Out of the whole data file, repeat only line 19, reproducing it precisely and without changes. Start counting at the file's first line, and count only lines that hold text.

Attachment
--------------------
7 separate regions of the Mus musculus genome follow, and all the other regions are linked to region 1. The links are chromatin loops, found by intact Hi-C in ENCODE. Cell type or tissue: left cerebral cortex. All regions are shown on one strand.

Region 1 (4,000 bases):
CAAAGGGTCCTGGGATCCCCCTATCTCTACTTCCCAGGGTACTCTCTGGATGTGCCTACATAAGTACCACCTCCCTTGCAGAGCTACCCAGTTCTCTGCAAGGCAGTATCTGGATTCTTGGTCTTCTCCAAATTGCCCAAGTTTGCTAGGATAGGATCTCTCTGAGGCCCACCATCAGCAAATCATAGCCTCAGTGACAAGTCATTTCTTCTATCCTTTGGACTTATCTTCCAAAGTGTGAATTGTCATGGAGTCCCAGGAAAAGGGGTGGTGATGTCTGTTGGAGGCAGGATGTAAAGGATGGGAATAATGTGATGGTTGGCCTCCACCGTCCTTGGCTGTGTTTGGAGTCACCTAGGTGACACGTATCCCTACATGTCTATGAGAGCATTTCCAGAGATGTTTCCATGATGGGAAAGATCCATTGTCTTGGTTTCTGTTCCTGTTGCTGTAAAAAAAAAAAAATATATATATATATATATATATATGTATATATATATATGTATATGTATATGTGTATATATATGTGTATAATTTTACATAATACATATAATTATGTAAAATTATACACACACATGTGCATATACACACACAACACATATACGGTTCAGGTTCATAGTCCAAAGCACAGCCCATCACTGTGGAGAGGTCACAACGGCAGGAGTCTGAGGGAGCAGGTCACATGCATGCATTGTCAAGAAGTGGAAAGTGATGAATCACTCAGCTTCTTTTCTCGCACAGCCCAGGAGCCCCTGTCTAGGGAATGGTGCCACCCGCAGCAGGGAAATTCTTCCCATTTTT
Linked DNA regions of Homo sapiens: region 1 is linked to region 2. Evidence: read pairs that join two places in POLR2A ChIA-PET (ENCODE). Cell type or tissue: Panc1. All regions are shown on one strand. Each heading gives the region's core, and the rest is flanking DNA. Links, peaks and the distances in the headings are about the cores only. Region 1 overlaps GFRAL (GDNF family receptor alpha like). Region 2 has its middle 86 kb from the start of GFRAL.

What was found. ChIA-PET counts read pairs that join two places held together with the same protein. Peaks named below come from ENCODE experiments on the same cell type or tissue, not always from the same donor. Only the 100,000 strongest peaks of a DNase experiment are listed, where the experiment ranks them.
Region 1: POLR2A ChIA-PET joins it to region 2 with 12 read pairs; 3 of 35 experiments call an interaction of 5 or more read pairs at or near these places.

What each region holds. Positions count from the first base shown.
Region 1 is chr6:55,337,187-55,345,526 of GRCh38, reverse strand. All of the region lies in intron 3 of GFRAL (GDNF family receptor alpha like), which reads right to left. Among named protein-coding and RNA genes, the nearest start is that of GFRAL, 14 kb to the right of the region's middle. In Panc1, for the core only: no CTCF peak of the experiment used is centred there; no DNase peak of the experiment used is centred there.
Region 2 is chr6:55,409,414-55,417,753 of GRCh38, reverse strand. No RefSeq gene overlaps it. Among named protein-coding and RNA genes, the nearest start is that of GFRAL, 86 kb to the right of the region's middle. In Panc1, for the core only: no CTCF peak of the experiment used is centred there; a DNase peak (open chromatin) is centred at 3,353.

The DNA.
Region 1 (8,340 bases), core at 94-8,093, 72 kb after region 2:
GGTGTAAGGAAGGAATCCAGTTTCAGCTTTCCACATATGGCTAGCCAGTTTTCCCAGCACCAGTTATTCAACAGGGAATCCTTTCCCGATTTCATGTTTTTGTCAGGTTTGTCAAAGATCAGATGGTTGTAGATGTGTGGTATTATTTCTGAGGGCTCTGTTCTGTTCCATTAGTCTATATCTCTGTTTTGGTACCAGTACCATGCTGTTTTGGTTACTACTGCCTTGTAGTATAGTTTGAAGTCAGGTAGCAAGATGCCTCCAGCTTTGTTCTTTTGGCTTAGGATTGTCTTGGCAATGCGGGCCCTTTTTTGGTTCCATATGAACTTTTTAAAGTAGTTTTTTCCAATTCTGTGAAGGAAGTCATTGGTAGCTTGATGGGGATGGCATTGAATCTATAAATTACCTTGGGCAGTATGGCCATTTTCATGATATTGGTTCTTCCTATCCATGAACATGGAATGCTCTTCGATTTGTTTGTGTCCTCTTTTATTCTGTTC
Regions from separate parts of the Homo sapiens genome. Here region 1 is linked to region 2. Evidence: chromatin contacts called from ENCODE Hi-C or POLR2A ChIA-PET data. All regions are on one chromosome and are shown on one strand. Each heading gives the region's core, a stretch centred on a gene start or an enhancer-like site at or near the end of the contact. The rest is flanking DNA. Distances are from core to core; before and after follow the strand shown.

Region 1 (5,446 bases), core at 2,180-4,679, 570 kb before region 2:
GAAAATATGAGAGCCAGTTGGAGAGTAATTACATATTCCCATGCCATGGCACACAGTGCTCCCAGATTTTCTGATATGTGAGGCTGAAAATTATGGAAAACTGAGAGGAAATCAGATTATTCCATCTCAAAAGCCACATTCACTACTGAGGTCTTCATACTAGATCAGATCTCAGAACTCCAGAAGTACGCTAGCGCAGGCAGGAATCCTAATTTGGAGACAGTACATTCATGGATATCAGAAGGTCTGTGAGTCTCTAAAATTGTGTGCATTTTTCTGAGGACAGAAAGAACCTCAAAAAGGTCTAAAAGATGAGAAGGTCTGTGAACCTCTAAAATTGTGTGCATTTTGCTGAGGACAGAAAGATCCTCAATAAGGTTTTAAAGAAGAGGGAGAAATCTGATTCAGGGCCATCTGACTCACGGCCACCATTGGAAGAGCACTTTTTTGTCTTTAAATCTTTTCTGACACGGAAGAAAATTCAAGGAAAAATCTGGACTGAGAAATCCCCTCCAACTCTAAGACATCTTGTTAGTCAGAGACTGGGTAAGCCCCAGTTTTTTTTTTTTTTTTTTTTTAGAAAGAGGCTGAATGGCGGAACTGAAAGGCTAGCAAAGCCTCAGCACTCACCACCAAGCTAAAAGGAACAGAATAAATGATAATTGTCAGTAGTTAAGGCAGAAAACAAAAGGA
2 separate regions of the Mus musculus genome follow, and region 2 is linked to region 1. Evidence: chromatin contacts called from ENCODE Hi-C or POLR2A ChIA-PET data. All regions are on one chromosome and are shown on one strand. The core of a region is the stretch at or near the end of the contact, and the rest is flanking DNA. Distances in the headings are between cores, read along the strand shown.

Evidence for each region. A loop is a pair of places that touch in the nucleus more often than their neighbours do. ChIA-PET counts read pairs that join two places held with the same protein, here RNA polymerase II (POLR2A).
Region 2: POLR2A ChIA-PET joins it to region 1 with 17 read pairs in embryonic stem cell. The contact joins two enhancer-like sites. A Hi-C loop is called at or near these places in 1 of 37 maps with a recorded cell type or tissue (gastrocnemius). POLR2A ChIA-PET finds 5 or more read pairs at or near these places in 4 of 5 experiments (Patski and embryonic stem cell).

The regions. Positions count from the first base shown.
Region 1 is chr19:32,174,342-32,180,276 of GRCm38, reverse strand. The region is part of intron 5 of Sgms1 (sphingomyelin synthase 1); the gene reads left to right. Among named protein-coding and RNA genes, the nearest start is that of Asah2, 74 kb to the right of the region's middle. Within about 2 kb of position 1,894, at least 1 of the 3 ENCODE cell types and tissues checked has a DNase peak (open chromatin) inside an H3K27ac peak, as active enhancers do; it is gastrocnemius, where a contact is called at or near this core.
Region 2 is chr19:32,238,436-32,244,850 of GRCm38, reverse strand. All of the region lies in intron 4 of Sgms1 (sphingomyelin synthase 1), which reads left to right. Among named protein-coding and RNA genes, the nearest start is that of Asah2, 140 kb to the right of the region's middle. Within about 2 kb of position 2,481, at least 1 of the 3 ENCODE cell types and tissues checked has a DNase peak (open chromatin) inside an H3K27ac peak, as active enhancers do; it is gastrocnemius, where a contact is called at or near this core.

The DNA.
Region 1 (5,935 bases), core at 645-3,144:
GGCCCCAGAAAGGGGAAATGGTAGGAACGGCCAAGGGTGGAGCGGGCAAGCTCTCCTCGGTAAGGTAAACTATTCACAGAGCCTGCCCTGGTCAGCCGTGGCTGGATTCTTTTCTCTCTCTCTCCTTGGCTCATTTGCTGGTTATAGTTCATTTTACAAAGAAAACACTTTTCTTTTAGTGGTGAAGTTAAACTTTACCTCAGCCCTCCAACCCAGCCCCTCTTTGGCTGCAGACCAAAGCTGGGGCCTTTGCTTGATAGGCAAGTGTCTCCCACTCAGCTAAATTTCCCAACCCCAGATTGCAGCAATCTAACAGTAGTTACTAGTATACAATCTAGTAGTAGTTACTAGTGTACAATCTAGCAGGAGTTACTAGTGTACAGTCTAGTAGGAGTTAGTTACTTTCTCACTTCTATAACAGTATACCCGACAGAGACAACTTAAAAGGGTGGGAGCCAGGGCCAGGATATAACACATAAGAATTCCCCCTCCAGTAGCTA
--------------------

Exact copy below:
The regions. Positions count from the first base shown.